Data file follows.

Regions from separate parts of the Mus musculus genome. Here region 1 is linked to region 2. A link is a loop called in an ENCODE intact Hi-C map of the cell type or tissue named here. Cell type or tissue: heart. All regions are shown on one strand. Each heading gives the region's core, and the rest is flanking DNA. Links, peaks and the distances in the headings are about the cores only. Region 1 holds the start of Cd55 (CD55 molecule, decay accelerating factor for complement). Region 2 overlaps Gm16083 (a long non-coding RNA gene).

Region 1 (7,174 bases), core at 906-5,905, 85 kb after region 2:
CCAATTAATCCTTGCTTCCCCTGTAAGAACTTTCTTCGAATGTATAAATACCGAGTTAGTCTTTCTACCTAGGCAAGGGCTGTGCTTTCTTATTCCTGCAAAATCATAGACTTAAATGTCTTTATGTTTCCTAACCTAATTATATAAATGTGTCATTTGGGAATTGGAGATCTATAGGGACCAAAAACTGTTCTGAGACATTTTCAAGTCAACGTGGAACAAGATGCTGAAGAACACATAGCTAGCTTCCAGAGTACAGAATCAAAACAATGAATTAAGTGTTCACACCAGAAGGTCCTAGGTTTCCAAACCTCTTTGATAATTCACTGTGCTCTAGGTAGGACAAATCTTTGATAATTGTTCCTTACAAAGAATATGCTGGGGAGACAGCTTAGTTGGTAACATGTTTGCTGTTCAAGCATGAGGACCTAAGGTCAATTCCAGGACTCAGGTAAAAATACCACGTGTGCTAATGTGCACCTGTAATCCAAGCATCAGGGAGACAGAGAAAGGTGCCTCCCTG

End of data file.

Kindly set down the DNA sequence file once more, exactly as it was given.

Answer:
Regions from separate parts of the Mus musculus genome. Here region 1 is linked to region 2. A link is a loop called in an ENCODE intact Hi-C map of the cell type or tissue named here. Cell type or tissue: heart. All regions are shown on one strand. Each heading gives the region's core, and the rest is flanking DNA. Links, peaks and the distances in the headings are about the cores only. Region 1 holds the start of Cd55 (CD55 molecule, decay accelerating factor for complement). Region 2 overlaps Gm16083 (a long non-coding RNA gene).

Region 1 (7,174 bases), core at 906-5,905, 85 kb after region 2:
CCAATTAATCCTTGCTTCCCCTGTAAGAACTTTCTTCGAATGTATAAATACCGAGTTAGTCTTTCTACCTAGGCAAGGGCTGTGCTTTCTTATTCCTGCAAAATCATAGACTTAAATGTCTTTATGTTTCCTAACCTAATTATATAAATGTGTCATTTGGGAATTGGAGATCTATAGGGACCAAAAACTGTTCTGAGACATTTTCAAGTCAACGTGGAACAAGATGCTGAAGAACACATAGCTAGCTTCCAGAGTACAGAATCAAAACAATGAATTAAGTGTTCACACCAGAAGGTCCTAGGTTTCCAAACCTCTTTGATAATTCACTGTGCTCTAGGTAGGACAAATCTTTGATAATTGTTCCTTACAAAGAATATGCTGGGGAGACAGCTTAGTTGGTAACATGTTTGCTGTTCAAGCATGAGGACCTAAGGTCAATTCCAGGACTCAGGTAAAAATACCACGTGTGCTAATGTGCACCTGTAATCCAAGCATCAGGGAGACAGAGAAAGGTGCCTCCCTG